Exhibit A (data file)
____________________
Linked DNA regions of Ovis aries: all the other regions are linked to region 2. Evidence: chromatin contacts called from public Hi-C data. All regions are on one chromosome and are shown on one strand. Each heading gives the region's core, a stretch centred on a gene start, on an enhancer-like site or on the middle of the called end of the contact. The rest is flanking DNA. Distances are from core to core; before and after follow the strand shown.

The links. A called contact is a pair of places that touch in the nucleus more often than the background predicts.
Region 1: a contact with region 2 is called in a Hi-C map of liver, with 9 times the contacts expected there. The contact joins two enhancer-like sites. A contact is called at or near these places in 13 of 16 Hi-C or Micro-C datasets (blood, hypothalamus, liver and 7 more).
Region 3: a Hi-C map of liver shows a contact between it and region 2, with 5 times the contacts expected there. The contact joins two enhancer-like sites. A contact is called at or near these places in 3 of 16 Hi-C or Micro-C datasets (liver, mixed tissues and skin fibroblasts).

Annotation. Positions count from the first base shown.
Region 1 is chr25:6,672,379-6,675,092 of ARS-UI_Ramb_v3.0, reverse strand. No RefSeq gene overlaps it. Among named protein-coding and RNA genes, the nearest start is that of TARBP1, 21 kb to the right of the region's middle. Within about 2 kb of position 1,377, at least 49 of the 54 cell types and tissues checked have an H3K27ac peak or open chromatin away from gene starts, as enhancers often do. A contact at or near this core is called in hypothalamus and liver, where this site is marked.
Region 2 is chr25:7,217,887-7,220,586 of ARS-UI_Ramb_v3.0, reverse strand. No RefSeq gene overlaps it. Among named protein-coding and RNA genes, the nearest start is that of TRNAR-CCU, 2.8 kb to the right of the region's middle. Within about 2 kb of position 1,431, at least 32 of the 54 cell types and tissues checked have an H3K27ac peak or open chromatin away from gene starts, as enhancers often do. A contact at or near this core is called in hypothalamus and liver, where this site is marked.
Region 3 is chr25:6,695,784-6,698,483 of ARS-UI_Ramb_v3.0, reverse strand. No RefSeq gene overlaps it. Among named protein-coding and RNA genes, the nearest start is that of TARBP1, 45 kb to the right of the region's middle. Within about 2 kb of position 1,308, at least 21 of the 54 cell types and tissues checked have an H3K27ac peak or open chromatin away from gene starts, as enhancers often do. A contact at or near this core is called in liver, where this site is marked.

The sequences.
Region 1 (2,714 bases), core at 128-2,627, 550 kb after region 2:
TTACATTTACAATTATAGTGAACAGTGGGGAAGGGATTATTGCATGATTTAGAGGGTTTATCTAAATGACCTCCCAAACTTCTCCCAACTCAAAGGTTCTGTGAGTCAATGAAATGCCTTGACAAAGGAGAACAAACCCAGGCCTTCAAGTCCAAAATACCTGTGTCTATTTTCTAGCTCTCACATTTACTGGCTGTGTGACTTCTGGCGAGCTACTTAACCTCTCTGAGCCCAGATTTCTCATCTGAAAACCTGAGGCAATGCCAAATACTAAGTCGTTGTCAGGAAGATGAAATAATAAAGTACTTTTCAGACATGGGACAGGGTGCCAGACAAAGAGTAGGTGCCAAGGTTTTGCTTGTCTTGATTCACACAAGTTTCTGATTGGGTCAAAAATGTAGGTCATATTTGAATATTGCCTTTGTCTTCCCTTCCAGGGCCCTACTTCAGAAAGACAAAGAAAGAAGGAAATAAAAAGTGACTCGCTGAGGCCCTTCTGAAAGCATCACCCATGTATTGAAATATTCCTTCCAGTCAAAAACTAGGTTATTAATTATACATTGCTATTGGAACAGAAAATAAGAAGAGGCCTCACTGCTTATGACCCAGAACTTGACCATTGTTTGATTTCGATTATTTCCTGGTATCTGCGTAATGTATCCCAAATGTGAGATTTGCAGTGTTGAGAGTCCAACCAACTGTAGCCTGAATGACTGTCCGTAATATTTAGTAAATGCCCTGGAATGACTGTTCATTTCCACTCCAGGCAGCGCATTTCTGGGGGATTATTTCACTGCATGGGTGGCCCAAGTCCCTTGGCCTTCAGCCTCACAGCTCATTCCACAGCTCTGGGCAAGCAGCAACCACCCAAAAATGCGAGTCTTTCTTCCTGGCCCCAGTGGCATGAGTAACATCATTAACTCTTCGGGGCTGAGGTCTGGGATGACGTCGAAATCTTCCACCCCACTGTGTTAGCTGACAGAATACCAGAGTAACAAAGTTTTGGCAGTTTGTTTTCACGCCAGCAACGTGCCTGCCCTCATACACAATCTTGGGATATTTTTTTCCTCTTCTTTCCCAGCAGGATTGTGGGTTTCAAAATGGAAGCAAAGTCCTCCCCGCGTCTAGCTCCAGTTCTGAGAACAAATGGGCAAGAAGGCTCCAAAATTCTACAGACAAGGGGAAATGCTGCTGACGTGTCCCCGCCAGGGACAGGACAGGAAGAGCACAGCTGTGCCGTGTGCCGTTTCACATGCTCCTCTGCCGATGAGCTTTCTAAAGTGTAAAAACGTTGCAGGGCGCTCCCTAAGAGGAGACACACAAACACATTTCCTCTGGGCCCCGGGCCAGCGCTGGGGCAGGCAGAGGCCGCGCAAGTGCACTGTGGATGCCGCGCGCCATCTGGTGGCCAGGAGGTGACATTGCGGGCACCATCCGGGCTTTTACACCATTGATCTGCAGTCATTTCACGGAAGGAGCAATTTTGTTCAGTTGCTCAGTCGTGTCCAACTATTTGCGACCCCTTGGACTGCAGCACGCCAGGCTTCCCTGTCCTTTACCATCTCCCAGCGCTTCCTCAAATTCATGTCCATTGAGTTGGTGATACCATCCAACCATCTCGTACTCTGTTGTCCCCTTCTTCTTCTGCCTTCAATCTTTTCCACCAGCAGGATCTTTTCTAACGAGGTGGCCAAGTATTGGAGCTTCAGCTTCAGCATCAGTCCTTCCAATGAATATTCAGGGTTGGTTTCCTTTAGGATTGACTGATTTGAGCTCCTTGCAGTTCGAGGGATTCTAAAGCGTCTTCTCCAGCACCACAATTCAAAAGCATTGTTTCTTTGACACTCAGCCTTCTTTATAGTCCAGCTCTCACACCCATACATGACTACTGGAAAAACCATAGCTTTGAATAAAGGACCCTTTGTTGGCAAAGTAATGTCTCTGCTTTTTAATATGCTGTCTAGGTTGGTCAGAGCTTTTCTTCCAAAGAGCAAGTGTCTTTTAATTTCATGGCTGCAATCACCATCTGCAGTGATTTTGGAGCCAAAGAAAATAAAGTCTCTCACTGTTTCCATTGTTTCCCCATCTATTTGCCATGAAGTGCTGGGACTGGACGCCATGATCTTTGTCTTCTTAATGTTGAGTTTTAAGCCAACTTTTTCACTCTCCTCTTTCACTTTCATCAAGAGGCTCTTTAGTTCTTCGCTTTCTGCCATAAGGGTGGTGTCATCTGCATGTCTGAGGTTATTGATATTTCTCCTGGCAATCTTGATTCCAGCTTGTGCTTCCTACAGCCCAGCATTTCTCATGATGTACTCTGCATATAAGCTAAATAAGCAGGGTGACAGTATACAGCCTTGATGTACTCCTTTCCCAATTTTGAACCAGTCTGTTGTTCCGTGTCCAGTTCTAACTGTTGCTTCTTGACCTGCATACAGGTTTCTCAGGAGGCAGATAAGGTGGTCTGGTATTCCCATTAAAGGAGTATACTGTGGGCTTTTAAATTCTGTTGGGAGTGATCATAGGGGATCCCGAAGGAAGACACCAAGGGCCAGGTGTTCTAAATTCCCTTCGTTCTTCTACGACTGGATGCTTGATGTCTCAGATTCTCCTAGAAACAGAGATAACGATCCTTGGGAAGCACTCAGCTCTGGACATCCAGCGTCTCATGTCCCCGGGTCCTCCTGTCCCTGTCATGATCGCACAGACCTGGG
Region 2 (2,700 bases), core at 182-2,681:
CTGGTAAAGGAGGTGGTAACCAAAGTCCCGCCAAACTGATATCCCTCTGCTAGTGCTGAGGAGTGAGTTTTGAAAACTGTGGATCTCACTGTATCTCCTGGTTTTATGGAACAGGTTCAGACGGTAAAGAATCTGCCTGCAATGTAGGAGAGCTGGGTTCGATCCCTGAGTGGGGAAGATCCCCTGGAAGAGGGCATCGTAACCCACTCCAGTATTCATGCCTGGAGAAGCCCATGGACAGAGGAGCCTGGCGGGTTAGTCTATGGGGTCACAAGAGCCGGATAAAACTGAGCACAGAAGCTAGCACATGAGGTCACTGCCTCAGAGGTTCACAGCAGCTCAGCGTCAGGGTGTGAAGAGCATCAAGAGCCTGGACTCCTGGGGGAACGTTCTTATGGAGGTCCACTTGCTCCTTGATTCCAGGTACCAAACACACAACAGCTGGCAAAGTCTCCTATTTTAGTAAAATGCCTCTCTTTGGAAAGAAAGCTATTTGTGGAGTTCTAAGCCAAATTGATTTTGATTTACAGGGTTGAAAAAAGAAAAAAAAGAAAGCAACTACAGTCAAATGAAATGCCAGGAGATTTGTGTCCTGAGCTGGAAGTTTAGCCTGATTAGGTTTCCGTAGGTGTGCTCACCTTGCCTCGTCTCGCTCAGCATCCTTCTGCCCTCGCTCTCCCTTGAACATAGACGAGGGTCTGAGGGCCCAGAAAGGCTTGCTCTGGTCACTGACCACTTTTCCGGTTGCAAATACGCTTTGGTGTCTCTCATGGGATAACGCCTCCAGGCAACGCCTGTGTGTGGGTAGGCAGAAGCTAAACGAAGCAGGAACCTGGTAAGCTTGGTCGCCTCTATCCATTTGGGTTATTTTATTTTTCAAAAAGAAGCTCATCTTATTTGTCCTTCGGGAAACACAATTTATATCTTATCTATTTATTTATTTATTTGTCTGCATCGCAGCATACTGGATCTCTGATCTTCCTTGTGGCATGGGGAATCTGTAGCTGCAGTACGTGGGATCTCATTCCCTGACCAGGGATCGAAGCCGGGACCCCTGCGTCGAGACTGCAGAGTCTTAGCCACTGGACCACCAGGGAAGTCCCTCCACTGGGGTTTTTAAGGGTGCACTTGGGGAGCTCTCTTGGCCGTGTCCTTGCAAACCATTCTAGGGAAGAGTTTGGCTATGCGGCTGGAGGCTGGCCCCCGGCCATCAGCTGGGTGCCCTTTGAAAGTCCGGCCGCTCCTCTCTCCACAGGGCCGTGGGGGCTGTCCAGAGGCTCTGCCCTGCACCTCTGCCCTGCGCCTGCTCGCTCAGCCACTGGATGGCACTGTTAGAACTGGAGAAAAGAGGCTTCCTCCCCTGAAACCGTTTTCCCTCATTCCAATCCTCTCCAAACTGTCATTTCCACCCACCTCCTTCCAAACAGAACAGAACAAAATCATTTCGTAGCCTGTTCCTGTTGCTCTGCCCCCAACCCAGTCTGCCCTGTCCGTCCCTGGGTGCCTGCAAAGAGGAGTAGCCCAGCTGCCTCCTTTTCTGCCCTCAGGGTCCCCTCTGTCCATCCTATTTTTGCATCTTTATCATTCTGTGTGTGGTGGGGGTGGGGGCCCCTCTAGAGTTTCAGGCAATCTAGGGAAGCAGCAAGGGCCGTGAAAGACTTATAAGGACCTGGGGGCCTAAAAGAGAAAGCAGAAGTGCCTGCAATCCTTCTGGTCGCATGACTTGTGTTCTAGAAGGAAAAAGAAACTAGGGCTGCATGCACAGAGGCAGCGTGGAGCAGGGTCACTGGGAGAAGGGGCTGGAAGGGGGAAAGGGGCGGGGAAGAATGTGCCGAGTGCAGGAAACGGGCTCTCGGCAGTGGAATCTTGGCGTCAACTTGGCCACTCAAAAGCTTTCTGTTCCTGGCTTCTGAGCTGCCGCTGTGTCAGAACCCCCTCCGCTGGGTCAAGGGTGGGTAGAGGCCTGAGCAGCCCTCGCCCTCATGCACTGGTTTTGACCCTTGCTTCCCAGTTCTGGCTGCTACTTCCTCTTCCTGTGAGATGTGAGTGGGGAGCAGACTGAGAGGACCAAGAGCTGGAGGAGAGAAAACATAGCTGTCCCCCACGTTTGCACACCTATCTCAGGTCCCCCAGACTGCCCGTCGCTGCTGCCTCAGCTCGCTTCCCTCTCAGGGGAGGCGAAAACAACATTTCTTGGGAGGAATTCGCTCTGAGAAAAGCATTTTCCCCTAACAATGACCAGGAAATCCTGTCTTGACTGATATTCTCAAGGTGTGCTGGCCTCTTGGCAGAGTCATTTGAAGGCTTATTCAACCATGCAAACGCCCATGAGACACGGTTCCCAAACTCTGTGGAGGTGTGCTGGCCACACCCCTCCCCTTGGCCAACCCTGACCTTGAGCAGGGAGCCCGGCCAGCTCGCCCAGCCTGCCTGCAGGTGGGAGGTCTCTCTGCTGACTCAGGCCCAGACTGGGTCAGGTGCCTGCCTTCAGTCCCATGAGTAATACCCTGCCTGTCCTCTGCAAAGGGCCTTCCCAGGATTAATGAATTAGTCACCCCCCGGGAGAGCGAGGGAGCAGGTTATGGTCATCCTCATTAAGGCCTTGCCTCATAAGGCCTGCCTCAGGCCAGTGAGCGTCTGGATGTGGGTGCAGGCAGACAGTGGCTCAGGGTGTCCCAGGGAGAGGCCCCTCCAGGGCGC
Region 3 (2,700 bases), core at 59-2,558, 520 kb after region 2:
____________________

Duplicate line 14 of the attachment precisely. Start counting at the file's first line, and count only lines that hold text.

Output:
Region 3 (2,700 bases), core at 59-2,558, 520 kb after region 2: